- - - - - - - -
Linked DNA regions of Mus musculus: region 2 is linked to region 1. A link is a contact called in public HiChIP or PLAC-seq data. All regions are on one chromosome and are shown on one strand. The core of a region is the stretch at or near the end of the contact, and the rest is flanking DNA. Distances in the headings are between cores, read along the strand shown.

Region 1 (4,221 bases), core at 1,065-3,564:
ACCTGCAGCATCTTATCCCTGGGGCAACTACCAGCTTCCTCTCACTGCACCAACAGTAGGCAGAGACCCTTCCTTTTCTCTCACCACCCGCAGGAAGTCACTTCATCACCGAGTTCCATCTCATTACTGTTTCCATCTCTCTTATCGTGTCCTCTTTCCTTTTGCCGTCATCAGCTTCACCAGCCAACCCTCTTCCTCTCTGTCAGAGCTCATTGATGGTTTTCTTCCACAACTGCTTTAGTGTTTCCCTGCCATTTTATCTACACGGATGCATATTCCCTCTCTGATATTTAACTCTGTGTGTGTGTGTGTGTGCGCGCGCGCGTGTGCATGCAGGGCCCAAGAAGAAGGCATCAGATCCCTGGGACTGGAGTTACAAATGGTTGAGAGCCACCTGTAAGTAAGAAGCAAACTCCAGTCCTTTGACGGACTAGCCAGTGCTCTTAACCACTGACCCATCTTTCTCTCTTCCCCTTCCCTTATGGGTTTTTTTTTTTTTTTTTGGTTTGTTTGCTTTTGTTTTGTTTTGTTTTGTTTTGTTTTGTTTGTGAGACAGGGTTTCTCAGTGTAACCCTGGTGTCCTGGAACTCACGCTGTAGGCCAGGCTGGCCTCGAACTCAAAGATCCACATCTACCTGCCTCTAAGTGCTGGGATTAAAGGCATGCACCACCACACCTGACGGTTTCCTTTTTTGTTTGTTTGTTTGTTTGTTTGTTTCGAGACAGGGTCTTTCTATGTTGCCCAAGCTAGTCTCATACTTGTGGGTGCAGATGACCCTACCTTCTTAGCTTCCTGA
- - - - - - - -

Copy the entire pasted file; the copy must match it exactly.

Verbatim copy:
Linked DNA regions of Mus musculus: region 2 is linked to region 1. A link is a contact called in public HiChIP or PLAC-seq data. All regions are on one chromosome and are shown on one strand. The core of a region is the stretch at or near the end of the contact, and the rest is flanking DNA. Distances in the headings are between cores, read along the strand shown.

Region 1 (4,221 bases), core at 1,065-3,564:
ACCTGCAGCATCTTATCCCTGGGGCAACTACCAGCTTCCTCTCACTGCACCAACAGTAGGCAGAGACCCTTCCTTTTCTCTCACCACCCGCAGGAAGTCACTTCATCACCGAGTTCCATCTCATTACTGTTTCCATCTCTCTTATCGTGTCCTCTTTCCTTTTGCCGTCATCAGCTTCACCAGCCAACCCTCTTCCTCTCTGTCAGAGCTCATTGATGGTTTTCTTCCACAACTGCTTTAGTGTTTCCCTGCCATTTTATCTACACGGATGCATATTCCCTCTCTGATATTTAACTCTGTGTGTGTGTGTGTGTGCGCGCGCGCGTGTGCATGCAGGGCCCAAGAAGAAGGCATCAGATCCCTGGGACTGGAGTTACAAATGGTTGAGAGCCACCTGTAAGTAAGAAGCAAACTCCAGTCCTTTGACGGACTAGCCAGTGCTCTTAACCACTGACCCATCTTTCTCTCTTCCCCTTCCCTTATGGGTTTTTTTTTTTTTTTTTGGTTTGTTTGCTTTTGTTTTGTTTTGTTTTGTTTTGTTTTGTTTGTGAGACAGGGTTTCTCAGTGTAACCCTGGTGTCCTGGAACTCACGCTGTAGGCCAGGCTGGCCTCGAACTCAAAGATCCACATCTACCTGCCTCTAAGTGCTGGGATTAAAGGCATGCACCACCACACCTGACGGTTTCCTTTTTTGTTTGTTTGTTTGTTTGTTTGTTTCGAGACAGGGTCTTTCTATGTTGCCCAAGCTAGTCTCATACTTGTGGGTGCAGATGACCCTACCTTCTTAGCTTCCTGA